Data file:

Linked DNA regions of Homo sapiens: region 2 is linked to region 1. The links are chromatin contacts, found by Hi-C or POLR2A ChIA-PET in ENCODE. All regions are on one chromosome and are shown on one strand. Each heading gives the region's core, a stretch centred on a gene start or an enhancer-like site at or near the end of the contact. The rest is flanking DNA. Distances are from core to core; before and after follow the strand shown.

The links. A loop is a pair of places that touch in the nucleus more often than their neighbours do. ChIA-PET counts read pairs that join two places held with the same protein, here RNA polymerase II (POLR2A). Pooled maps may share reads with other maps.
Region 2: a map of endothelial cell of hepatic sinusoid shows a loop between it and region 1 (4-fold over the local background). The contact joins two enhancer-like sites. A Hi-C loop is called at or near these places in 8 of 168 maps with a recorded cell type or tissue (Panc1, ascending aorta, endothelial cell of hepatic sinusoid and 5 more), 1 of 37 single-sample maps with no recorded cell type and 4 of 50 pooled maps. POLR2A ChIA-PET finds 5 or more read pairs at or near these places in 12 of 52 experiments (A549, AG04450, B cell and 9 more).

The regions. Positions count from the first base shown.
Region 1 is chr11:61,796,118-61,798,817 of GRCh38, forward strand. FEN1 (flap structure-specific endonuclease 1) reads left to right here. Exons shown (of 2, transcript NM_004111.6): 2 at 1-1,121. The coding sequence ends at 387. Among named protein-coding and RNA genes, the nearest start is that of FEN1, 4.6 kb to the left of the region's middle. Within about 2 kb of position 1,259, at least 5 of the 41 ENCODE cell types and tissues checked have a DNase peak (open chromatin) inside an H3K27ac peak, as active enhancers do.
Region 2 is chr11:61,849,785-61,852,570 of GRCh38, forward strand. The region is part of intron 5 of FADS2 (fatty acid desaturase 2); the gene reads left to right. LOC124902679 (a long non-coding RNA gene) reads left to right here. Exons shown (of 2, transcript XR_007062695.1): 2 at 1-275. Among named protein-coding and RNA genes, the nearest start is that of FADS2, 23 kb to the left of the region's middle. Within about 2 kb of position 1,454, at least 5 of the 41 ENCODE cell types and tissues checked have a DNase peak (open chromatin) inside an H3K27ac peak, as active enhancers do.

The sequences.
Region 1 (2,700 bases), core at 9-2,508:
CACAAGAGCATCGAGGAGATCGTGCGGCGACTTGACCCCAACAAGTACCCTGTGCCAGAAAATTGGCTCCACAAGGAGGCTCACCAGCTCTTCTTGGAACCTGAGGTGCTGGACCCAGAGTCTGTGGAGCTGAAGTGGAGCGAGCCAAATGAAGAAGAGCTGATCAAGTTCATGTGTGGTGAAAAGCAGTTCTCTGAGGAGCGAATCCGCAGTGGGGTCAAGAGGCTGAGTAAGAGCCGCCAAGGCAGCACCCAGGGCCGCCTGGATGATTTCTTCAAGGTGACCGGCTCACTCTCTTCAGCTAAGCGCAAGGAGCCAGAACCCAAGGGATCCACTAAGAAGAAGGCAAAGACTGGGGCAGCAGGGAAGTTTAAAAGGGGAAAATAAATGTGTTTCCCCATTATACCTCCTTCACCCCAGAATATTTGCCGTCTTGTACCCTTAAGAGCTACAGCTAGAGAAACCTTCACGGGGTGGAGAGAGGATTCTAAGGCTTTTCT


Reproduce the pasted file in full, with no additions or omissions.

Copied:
Linked DNA regions of Homo sapiens: region 2 is linked to region 1. The links are chromatin contacts, found by Hi-C or POLR2A ChIA-PET in ENCODE. All regions are on one chromosome and are shown on one strand. Each heading gives the region's core, a stretch centred on a gene start or an enhancer-like site at or near the end of the contact. The rest is flanking DNA. Distances are from core to core; before and after follow the strand shown.

The links. A loop is a pair of places that touch in the nucleus more often than their neighbours do. ChIA-PET counts read pairs that join two places held with the same protein, here RNA polymerase II (POLR2A). Pooled maps may share reads with other maps.
Region 2: a map of endothelial cell of hepatic sinusoid shows a loop between it and region 1 (4-fold over the local background). The contact joins two enhancer-like sites. A Hi-C loop is called at or near these places in 8 of 168 maps with a recorded cell type or tissue (Panc1, ascending aorta, endothelial cell of hepatic sinusoid and 5 more), 1 of 37 single-sample maps with no recorded cell type and 4 of 50 pooled maps. POLR2A ChIA-PET finds 5 or more read pairs at or near these places in 12 of 52 experiments (A549, AG04450, B cell and 9 more).

The regions. Positions count from the first base shown.
Region 1 is chr11:61,796,118-61,798,817 of GRCh38, forward strand. FEN1 (flap structure-specific endonuclease 1) reads left to right here. Exons shown (of 2, transcript NM_004111.6): 2 at 1-1,121. The coding sequence ends at 387. Among named protein-coding and RNA genes, the nearest start is that of FEN1, 4.6 kb to the left of the region's middle. Within about 2 kb of position 1,259, at least 5 of the 41 ENCODE cell types and tissues checked have a DNase peak (open chromatin) inside an H3K27ac peak, as active enhancers do.
Region 2 is chr11:61,849,785-61,852,570 of GRCh38, forward strand. The region is part of intron 5 of FADS2 (fatty acid desaturase 2); the gene reads left to right. LOC124902679 (a long non-coding RNA gene) reads left to right here. Exons shown (of 2, transcript XR_007062695.1): 2 at 1-275. Among named protein-coding and RNA genes, the nearest start is that of FADS2, 23 kb to the left of the region's middle. Within about 2 kb of position 1,454, at least 5 of the 41 ENCODE cell types and tissues checked have a DNase peak (open chromatin) inside an H3K27ac peak, as active enhancers do.

The sequences.
Region 1 (2,700 bases), core at 9-2,508:
CACAAGAGCATCGAGGAGATCGTGCGGCGACTTGACCCCAACAAGTACCCTGTGCCAGAAAATTGGCTCCACAAGGAGGCTCACCAGCTCTTCTTGGAACCTGAGGTGCTGGACCCAGAGTCTGTGGAGCTGAAGTGGAGCGAGCCAAATGAAGAAGAGCTGATCAAGTTCATGTGTGGTGAAAAGCAGTTCTCTGAGGAGCGAATCCGCAGTGGGGTCAAGAGGCTGAGTAAGAGCCGCCAAGGCAGCACCCAGGGCCGCCTGGATGATTTCTTCAAGGTGACCGGCTCACTCTCTTCAGCTAAGCGCAAGGAGCCAGAACCCAAGGGATCCACTAAGAAGAAGGCAAAGACTGGGGCAGCAGGGAAGTTTAAAAGGGGAAAATAAATGTGTTTCCCCATTATACCTCCTTCACCCCAGAATATTTGCCGTCTTGTACCCTTAAGAGCTACAGCTAGAGAAACCTTCACGGGGTGGAGAGAGGATTCTAAGGCTTTTCT